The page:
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Reflux esophagitis with metaplastic epithelium in cats
Reflux esophagitis is commonly seen in men and also in dogs, sometimes in cats. Often the problem is associated with a chronic or chronic-relapsing gastritis. In this very interesting case report, the three affected cats had changes of the epithelium of the distal esophagus resembling the Barrett´s esophagus in humans.

Gastroesophageal reflux is a relatively common condition in dogs and cats and may lead to secondary reflux esophagitis.

A consequence of chronic gastroesophageal reflux that is well described in humans is Barrett’s esophagus, which is the replacement of the normal squamous epithelium of the distal esophagus with metaplastic columnar epithelium.

Three cats with clinical and endoscopic signs of chronic esophagitis had metaplastic columnar epithelium on biopsy of the distal esophageal mucosa.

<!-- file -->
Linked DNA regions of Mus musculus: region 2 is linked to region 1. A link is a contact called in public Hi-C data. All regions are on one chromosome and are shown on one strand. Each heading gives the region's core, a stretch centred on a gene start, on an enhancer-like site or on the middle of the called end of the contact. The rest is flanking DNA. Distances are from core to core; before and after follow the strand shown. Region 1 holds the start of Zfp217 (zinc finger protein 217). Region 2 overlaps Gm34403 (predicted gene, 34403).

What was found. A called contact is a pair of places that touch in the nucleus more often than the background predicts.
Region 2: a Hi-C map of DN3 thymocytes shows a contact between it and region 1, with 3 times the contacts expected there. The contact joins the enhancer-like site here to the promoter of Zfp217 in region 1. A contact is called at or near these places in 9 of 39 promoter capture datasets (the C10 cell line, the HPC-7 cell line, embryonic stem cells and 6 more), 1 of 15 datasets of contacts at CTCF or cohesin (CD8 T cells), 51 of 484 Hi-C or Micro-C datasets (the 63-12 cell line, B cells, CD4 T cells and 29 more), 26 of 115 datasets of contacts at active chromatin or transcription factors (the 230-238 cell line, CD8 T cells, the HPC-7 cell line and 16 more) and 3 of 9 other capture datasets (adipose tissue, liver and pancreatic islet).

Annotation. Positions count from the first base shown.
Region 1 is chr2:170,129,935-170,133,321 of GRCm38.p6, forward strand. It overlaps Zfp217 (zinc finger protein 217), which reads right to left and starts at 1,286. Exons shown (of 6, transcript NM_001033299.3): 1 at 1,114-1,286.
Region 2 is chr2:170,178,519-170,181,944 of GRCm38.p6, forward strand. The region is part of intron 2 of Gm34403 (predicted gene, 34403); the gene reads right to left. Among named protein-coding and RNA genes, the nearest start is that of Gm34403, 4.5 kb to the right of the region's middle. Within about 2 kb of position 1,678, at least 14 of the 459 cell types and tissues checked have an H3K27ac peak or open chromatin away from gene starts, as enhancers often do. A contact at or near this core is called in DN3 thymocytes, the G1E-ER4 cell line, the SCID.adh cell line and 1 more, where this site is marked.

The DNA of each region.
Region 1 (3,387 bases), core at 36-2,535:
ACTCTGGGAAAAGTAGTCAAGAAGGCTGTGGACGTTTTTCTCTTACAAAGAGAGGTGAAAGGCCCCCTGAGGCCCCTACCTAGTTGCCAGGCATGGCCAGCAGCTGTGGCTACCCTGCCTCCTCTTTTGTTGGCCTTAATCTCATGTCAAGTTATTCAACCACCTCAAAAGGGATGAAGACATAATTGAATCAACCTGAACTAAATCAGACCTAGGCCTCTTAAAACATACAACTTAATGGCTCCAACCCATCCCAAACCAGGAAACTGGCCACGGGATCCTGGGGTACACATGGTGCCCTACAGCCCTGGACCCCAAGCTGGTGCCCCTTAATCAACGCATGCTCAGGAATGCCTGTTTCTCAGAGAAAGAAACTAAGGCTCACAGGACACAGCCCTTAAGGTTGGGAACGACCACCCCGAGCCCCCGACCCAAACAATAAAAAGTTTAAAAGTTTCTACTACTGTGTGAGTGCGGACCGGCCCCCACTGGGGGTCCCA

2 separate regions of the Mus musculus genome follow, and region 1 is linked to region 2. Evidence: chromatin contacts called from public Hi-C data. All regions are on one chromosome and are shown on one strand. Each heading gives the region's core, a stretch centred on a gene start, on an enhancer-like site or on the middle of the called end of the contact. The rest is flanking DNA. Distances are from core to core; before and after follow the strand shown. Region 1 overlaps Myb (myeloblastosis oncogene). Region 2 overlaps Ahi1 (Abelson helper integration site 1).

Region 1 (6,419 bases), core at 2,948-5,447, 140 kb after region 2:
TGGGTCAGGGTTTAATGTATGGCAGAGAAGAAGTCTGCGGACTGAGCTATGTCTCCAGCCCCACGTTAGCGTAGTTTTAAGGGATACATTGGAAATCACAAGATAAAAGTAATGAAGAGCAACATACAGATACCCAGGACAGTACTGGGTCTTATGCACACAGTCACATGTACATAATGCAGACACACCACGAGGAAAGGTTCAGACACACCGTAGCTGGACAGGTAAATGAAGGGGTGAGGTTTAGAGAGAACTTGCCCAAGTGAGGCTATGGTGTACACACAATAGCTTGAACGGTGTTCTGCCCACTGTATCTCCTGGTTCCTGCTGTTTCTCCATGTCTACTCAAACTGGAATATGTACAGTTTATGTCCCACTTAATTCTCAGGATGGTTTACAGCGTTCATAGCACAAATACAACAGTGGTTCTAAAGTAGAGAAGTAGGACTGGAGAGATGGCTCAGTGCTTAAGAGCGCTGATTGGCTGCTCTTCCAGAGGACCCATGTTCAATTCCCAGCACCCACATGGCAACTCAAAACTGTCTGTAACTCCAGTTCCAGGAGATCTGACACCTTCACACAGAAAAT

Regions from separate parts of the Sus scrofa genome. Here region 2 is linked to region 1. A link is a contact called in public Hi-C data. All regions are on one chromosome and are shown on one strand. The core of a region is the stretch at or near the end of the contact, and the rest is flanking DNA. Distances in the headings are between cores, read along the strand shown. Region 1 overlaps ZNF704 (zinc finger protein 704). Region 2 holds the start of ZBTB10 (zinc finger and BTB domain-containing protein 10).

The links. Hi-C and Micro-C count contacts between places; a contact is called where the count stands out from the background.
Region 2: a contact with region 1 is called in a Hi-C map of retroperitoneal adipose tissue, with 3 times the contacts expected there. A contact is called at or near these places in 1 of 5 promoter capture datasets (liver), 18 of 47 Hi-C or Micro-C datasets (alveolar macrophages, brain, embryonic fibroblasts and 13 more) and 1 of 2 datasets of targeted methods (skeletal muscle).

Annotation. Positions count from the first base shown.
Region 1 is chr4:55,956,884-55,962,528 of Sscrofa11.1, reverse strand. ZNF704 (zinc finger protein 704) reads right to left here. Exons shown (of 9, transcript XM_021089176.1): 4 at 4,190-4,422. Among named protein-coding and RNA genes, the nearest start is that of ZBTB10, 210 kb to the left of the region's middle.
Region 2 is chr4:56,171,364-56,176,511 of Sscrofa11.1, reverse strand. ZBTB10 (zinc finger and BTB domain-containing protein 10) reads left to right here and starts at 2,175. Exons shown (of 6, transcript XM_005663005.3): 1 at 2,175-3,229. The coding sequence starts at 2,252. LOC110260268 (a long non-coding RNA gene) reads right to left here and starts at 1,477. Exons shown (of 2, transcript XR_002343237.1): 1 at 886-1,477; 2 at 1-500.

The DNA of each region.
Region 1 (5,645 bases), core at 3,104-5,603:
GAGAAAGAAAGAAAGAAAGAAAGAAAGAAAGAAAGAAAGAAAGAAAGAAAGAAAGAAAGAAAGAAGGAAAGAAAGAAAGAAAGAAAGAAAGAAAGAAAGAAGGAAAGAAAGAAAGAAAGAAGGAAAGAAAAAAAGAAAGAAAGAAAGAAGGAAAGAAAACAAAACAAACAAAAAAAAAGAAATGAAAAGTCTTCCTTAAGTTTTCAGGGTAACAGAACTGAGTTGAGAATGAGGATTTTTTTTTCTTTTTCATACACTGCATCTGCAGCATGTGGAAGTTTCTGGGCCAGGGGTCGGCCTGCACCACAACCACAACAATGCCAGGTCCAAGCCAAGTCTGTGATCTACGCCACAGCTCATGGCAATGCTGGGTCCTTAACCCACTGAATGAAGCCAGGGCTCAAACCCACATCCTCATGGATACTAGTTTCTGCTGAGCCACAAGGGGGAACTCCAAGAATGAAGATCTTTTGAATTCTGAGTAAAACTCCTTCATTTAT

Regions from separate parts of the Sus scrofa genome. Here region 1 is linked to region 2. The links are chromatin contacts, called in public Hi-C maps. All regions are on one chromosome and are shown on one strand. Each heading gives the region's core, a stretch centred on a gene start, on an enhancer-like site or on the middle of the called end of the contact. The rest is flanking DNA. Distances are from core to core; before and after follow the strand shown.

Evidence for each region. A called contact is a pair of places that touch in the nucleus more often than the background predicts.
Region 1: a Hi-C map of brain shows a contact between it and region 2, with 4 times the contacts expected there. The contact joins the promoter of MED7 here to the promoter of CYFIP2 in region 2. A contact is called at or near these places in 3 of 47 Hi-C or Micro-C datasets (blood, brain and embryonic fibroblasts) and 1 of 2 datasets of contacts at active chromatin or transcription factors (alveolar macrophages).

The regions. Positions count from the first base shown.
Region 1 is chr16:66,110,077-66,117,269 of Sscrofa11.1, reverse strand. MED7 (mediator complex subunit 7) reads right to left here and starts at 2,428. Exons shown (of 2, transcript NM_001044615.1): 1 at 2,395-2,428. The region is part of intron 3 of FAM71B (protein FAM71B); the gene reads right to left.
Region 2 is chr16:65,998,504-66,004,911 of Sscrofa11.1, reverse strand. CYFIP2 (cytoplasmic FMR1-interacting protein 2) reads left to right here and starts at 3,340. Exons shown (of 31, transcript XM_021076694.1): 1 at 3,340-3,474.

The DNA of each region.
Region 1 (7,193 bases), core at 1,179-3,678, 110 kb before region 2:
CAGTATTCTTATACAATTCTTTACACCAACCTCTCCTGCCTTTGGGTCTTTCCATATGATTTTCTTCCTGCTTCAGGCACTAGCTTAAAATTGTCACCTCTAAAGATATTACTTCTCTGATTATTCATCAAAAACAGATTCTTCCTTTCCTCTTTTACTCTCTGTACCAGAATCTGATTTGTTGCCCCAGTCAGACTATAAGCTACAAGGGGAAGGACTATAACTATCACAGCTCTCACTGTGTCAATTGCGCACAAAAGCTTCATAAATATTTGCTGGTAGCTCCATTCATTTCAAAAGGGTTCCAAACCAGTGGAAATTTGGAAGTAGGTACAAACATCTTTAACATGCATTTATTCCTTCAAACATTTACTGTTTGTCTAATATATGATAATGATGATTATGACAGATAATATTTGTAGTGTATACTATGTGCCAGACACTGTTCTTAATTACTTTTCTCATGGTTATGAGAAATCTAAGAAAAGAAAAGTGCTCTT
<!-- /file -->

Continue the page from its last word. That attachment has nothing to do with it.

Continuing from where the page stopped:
Suspected underlying causes were cardial incompetence and sliding hiatal hernia.

Two cats had complete resolution of the clinical signs after treatment. One cat was euthanized.



Source: Massimo Gualtieri, DVM, PhD and Daniela Olivero (2006): Reflux Esophagitis in Three Cats Associated With Metaplastic Columnar Esophageal Epithelium. In: Journal of the American Animal Hospital Association 42:65-70 (2006)




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SMALL ANIMAL PRACTICE

Electroretinography as a prognostic indicator after retinal reattachment surgery
Retinal detachment is one of the ophthalmological emergencies, and even if the diagnosis is made early and a reattachment surgery is performed immediately many dogs do not regain postoperative vision. This 18‐month prospective study recorded signalment, duration, cause, and extent of retinal detachment and pre‐operative vision status. Rod and mixed rod‐cone ERG responses were recorded prior to RRS. Referring veterinary ophthalmologists assessed vision 2 months postoperatively to determine whether pre‐operative electroretinography (ERG) predicts postoperative vision in dogs undergoing retinal reattachment surgery (RRS).

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